Beware the Trojan Horse that is Social Media

Ruth Binger

By Ruth Binger

While establishing and maintaining an organizational presence on popular media websites and blogs (Facebook, LinkedIn, etc.), businesses need to be aware of the legend of Troy and its supposed downfall due to a Trojan Horse. Greek mythology states that Greek warriors concocted a scheme whereby they built a wooden horse and offered it as a gift to the Trojans. The Trojans, in their greed and arrogance, accepted the gift and brought it within their gates. Then, at night as the Trojans slept, the Greek warriors emerged from the belly of the Trojan horse and defeated the Trojans changing the course of a ten-year siege.

Today, a Trojan Horse is more often thought of as a destructive software program that disguises itself as a helpful application. Similarly, although social media may be helpful for your business, be aware what could be lying in the belly of that Trojan Horse.

Line Between Private vs. Public Blurred

According to the Socialnomics web site, Generation Y will outnumber baby boomers sometime this year and 90% of them have already joined an online social network. For many young people, and even 50 year-olds, the line between private and public has disappeared as they tweet, blog, text and share the minutiae of both their personal lives and everyone around them – including their employer. Social media users are under the mistaken assumption that they own the web content they are generating and can retrieve it and delete it if needed.

They are also under the mistaken impression that what they say is protected by some cocoon and that the content they generate is private. This is not true, as evidenced by a Detroit hospital worker who was terminated after she posted a comment on Facebook about a man she treated who was accused of killing a police officer. She was fired for violating strict patient privacy rules under the federal HIPAA law. A Massachusetts 54 year old high school teacher also learned this lesson when posting negative comments about her school community, students, and parents even though she had set the privacy setting on her Facebook account. Moreover, cases are clear that locking a profile from public access does not prevent discovery in litigation either.

Disclosure of Company Information at Risk

Given the fact that technology is moving so fast and disclosure is instantaneous, worldwide and permanent, companies need to train their employees on the dangers of purposeful or inadvertent disclosure of company information. What is at stake for the employer is the loss of confidential information and trade secrets, disclosure of protectable third party information or medical information, suits from other companies for disclosure of secrets, and discrimination suits. For instance, companies recruiting and hiring managers often use social media in order to obtain more information on a candidate than they otherwise could.

However, discrimination laws prohibit employers from making direct inquiries regarding gender, race and other protected factors in their hiring process. If a candidate is not hired, the employer could be subject to discrimination claims alleging that the decision was illegal and based on a protected characteristic. Some online companies, in fact, claim that the social media profiles they will sell you comply with discrimination laws. Similarly, doing social media checks on some employees but not others could also lead to issues. Unregulated monitoring of an employee’s online presence could also lead to privacy related claims. Finally, going to the other extreme, a manager providing a favorable recommendation for a terminated employee could wreck havoc on an employer’s defense in a discrimination suit.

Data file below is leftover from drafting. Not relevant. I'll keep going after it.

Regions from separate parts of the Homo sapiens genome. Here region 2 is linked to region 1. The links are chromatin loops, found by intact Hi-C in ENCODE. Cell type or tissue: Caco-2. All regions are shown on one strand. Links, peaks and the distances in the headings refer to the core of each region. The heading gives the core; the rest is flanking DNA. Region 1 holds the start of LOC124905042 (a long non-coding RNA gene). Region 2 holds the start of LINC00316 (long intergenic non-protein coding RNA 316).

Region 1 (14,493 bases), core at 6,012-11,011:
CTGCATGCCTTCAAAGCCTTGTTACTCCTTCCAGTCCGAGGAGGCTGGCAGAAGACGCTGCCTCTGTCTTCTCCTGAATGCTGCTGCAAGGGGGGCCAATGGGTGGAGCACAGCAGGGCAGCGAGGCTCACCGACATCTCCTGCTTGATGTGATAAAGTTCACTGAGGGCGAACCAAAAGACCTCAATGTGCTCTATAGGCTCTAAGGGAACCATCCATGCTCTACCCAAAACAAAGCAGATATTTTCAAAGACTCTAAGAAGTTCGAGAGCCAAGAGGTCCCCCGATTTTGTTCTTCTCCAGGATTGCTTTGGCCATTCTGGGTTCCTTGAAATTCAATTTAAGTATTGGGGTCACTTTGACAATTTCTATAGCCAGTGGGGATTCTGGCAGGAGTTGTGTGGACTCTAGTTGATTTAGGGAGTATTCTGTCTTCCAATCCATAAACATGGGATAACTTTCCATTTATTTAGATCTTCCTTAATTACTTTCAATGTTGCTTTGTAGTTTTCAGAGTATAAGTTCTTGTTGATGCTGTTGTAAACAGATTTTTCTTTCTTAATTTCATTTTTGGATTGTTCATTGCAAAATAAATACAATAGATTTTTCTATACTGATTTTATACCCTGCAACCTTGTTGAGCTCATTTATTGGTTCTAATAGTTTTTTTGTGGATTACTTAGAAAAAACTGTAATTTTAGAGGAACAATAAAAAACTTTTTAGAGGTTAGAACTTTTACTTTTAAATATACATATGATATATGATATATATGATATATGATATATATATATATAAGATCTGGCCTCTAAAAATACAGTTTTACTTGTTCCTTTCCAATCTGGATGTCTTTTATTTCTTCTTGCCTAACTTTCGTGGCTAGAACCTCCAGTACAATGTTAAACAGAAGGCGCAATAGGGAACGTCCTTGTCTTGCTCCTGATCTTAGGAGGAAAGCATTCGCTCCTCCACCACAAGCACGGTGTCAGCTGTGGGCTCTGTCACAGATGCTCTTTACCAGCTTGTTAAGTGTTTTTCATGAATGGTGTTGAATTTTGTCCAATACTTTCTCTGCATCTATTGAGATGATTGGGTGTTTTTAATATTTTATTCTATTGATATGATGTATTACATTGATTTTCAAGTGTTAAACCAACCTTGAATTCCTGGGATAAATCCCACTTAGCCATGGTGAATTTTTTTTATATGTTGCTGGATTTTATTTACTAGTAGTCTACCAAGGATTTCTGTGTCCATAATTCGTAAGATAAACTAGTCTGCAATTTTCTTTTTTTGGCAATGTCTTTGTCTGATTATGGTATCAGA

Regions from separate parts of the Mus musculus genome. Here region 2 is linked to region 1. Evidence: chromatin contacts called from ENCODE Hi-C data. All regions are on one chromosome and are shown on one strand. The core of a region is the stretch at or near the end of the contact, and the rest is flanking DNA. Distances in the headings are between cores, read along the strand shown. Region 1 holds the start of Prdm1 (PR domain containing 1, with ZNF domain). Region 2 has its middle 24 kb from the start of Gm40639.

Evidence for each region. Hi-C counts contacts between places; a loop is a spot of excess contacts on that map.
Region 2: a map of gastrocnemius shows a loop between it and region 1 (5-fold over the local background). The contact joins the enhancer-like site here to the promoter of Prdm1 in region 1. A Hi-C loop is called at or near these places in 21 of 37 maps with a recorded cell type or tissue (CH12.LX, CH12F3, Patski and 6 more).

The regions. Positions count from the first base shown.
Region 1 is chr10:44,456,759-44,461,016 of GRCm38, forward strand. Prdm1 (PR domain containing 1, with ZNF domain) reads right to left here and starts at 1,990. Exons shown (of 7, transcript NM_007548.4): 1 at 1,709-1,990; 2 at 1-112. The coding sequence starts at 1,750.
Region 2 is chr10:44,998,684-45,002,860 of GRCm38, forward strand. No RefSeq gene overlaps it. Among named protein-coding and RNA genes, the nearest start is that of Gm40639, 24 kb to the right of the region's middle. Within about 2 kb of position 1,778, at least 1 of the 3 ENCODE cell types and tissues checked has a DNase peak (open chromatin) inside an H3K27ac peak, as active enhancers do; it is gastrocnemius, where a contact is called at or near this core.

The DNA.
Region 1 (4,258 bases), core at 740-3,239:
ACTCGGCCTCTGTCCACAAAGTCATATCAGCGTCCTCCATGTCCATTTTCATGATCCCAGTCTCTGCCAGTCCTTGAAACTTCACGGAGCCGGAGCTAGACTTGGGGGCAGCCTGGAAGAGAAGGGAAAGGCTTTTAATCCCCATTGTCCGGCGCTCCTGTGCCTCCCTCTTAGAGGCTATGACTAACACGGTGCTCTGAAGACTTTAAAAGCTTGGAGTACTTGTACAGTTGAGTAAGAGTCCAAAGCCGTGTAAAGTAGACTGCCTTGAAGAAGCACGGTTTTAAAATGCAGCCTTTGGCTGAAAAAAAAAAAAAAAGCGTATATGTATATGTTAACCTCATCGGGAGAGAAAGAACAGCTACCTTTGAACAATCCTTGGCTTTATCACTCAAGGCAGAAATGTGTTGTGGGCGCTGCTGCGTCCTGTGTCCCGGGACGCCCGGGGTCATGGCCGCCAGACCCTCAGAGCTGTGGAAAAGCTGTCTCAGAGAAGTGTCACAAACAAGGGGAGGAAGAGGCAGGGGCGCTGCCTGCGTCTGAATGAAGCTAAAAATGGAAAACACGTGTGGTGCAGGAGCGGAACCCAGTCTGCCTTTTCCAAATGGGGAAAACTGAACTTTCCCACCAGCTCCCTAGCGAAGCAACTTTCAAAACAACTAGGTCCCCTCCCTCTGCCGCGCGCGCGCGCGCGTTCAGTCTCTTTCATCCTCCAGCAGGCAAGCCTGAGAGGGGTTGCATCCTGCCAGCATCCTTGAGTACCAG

Scrapers & Listening Companies

The information that online users share is not just among their friends but is unknowingly shared with Web tracking companies and advertisers as well. In fact, Facebook acknowledged that its popular application, FarmVille, had improperly shared identifying information about users and, in some cases, their friends with advertisers and Web tracking companies. Social networks are becoming the new public records. Scrapers and listening companies argue they are just being entrepreneurial in that they are only gathering information that is available online anyway- in effect USER BEWARE! U.S. Court rulings are contradictory with respect to scraping, the practice of retrieving data from output from other programs.

People search websites, including Intelius, Inc., offer services that include criminal background checks. “Date Check” promises details about prospective dates for $14.95. Bringing it back to your business, some outfits such as will scrape a million Web pages for $101. In fact, one Utah company,, offers scraping software for free. Beware:  if your competitors are not buying your business, they may be stealing it from you by scraping your company.

Bottom Line:  Companies & Users Beware

What is even more disturbing, is that the cyber-criminals who invade social networks to infiltrate your private computer are now invading your work and corporate computers as well. In short, Companies and Users Beware: Social Media can be a Trojan Horse.

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